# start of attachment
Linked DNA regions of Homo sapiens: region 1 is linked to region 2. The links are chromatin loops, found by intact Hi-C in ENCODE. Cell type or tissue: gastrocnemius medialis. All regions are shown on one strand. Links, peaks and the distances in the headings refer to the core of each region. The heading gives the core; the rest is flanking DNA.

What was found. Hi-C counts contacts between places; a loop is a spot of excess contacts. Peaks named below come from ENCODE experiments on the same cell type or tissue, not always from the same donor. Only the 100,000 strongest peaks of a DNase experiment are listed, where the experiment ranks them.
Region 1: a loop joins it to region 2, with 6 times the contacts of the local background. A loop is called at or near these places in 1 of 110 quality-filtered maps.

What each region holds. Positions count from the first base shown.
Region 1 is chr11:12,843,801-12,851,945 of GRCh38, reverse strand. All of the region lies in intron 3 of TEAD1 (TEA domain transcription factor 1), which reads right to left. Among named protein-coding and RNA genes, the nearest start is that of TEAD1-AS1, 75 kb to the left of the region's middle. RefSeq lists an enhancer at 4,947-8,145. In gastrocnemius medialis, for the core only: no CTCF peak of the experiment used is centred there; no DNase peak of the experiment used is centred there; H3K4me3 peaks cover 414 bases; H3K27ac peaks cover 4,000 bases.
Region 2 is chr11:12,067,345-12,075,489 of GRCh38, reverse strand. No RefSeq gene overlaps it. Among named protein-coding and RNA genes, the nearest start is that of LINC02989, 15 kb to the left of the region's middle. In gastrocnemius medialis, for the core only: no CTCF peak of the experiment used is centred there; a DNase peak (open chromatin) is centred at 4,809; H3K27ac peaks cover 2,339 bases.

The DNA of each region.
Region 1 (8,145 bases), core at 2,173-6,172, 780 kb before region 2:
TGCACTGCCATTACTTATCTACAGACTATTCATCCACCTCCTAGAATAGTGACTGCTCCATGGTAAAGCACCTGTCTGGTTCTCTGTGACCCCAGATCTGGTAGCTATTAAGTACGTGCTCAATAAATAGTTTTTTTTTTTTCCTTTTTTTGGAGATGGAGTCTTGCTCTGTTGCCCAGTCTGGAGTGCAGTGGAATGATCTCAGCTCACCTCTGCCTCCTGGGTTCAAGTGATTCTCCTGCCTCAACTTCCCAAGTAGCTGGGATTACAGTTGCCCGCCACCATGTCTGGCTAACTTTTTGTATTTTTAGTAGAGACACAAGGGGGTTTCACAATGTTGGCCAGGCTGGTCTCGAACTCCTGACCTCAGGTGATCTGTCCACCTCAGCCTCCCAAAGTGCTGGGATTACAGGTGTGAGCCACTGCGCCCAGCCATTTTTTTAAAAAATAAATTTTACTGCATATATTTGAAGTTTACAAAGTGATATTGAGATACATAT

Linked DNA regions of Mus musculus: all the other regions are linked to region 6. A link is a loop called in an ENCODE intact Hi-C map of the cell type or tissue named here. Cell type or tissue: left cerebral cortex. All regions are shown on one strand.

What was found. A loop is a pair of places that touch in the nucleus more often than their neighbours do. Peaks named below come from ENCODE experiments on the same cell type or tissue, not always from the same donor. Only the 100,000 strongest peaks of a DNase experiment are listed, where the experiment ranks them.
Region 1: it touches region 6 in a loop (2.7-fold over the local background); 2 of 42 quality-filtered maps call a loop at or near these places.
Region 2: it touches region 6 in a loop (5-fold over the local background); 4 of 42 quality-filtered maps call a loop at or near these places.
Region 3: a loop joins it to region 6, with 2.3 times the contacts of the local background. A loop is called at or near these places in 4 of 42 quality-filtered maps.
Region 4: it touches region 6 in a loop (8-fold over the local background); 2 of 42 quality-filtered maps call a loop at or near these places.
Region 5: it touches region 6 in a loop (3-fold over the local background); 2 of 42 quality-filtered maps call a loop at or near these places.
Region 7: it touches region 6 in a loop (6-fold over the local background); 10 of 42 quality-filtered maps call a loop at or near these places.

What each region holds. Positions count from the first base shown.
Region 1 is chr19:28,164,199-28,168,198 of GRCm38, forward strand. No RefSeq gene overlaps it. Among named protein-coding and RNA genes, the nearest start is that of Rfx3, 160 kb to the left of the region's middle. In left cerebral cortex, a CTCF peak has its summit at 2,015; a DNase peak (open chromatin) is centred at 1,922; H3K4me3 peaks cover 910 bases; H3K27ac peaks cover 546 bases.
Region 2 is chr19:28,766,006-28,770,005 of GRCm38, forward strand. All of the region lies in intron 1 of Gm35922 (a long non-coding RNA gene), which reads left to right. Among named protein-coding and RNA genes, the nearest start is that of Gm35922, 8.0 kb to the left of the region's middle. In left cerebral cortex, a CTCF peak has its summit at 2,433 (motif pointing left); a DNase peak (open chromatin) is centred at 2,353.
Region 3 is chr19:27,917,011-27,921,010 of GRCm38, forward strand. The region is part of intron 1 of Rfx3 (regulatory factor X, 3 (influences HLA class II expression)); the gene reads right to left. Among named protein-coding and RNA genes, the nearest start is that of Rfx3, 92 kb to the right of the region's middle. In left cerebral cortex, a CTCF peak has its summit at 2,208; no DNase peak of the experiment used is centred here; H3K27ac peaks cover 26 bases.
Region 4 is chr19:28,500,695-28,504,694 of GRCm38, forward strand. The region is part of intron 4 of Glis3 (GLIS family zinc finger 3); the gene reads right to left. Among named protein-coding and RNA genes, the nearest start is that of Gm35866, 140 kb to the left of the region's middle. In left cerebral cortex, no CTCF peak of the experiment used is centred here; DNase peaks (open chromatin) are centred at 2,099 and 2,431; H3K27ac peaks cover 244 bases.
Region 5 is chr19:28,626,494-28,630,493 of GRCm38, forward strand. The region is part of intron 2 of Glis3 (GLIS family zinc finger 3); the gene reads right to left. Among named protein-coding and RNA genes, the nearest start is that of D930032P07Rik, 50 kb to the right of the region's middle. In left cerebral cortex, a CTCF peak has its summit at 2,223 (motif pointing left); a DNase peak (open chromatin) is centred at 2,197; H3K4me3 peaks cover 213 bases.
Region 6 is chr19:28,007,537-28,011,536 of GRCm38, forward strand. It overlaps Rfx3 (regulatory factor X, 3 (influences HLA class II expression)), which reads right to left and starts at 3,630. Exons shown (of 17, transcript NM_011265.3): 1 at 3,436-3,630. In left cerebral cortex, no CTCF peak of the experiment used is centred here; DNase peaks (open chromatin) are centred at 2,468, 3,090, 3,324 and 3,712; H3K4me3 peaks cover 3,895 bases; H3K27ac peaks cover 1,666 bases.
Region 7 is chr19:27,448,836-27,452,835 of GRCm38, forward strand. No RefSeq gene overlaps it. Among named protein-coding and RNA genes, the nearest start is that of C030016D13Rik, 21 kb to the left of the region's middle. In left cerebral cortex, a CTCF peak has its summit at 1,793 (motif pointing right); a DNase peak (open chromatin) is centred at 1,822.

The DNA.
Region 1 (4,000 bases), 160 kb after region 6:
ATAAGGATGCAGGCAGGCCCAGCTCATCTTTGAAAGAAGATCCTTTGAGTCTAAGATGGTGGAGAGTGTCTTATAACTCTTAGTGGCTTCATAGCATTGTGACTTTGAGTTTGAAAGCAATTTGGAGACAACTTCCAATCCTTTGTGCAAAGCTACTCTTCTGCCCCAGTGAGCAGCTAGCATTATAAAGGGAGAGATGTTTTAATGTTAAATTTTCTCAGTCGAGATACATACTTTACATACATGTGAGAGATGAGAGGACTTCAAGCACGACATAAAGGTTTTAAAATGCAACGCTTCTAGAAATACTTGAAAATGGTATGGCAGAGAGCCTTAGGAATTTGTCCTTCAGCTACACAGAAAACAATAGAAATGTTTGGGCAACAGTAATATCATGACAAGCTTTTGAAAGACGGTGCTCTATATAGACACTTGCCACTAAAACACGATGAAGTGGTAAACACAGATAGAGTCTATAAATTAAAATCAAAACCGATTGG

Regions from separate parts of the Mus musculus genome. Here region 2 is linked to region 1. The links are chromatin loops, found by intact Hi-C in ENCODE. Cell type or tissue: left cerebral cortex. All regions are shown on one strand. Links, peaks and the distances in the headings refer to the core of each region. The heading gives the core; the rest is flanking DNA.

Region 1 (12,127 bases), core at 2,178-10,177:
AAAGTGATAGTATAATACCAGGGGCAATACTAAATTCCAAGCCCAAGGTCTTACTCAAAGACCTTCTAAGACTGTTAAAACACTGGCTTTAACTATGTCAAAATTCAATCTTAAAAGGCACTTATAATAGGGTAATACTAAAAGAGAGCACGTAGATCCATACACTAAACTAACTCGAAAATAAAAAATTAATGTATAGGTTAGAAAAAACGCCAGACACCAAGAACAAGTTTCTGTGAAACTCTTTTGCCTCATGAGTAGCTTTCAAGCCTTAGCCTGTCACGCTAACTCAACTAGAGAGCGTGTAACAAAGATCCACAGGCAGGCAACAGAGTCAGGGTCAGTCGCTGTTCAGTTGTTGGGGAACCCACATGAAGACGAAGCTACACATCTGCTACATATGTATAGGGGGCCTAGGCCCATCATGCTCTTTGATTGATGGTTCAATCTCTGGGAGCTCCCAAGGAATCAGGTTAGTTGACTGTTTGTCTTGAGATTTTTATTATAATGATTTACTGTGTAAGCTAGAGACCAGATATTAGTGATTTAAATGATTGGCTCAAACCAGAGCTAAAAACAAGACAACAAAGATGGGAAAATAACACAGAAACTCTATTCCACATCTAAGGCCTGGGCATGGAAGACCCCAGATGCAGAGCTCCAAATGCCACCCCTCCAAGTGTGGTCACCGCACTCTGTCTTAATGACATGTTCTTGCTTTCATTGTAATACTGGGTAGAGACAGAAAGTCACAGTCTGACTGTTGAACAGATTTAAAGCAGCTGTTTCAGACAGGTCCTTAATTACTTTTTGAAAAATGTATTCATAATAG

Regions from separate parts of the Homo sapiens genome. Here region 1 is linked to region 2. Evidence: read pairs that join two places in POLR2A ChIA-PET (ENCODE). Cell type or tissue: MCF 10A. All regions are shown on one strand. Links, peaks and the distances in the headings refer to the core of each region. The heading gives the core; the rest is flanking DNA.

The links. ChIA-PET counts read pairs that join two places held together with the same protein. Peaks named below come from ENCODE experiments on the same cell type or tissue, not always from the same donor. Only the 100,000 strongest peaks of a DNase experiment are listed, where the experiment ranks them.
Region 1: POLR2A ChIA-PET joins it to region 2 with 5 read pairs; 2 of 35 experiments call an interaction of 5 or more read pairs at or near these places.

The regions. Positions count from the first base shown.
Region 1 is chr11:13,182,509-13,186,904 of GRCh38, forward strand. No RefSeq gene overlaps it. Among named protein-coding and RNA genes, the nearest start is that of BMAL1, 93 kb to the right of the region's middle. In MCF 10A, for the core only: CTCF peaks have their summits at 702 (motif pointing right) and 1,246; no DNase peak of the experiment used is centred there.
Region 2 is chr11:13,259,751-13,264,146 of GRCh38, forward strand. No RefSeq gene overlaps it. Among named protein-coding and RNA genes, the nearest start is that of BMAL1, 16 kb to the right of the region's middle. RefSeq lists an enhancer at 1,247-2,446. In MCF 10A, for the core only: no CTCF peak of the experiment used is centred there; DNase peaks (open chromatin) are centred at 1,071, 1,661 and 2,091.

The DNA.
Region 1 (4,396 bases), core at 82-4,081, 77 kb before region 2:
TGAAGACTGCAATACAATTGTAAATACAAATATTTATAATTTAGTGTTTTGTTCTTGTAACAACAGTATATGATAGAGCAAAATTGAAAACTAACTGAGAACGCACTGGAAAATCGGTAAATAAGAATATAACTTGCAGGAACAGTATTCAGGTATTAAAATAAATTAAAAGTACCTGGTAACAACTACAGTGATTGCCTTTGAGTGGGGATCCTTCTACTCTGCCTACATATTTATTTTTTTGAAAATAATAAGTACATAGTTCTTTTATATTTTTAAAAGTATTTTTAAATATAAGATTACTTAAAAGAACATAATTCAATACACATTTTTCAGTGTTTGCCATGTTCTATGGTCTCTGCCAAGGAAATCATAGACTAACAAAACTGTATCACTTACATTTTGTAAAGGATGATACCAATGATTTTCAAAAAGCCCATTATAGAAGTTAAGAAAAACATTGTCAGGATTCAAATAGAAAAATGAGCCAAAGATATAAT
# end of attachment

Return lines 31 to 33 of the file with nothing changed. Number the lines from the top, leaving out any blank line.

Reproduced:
AAAGTGATAGTATAATACCAGGGGCAATACTAAATTCCAAGCCCAAGGTCTTACTCAAAGACCTTCTAAGACTGTTAAAACACTGGCTTTAACTATGTCAAAATTCAATCTTAAAAGGCACTTATAATAGGGTAATACTAAAAGAGAGCACGTAGATCCATACACTAAACTAACTCGAAAATAAAAAATTAATGTATAGGTTAGAAAAAACGCCAGACACCAAGAACAAGTTTCTGTGAAACTCTTTTGCCTCATGAGTAGCTTTCAAGCCTTAGCCTGTCACGCTAACTCAACTAGAGAGCGTGTAACAAAGATCCACAGGCAGGCAACAGAGTCAGGGTCAGTCGCTGTTCAGTTGTTGGGGAACCCACATGAAGACGAAGCTACACATCTGCTACATATGTATAGGGGGCCTAGGCCCATCATGCTCTTTGATTGATGGTTCAATCTCTGGGAGCTCCCAAGGAATCAGGTTAGTTGACTGTTTGTCTTGAGATTTTTATTATAATGATTTACTGTGTAAGCTAGAGACCAGATATTAGTGATTTAAATGATTGGCTCAAACCAGAGCTAAAAACAAGACAACAAAGATGGGAAAATAACACAGAAACTCTATTCCACATCTAAGGCCTGGGCATGGAAGACCCCAGATGCAGAGCTCCAAATGCCACCCCTCCAAGTGTGGTCACCGCACTCTGTCTTAATGACATGTTCTTGCTTTCATTGTAATACTGGGTAGAGACAGAAAGTCACAGTCTGACTGTTGAACAGATTTAAAGCAGCTGTTTCAGACAGGTCCTTAATTACTTTTTGAAAAATGTATTCATAATAG

Regions from separate parts of the Homo sapiens genome. Here region 1 is linked to region 2. Evidence: read pairs that join two places in POLR2A ChIA-PET (ENCODE). Cell type or tissue: MCF 10A. All regions are shown on one strand. Links, peaks and the distances in the headings refer to the core of each region. The heading gives the core; the rest is flanking DNA.

The links. ChIA-PET counts read pairs that join two places held together with the same protein. Peaks named below come from ENCODE experiments on the same cell type or tissue, not always from the same donor. Only the 100,000 strongest peaks of a DNase experiment are listed, where the experiment ranks them.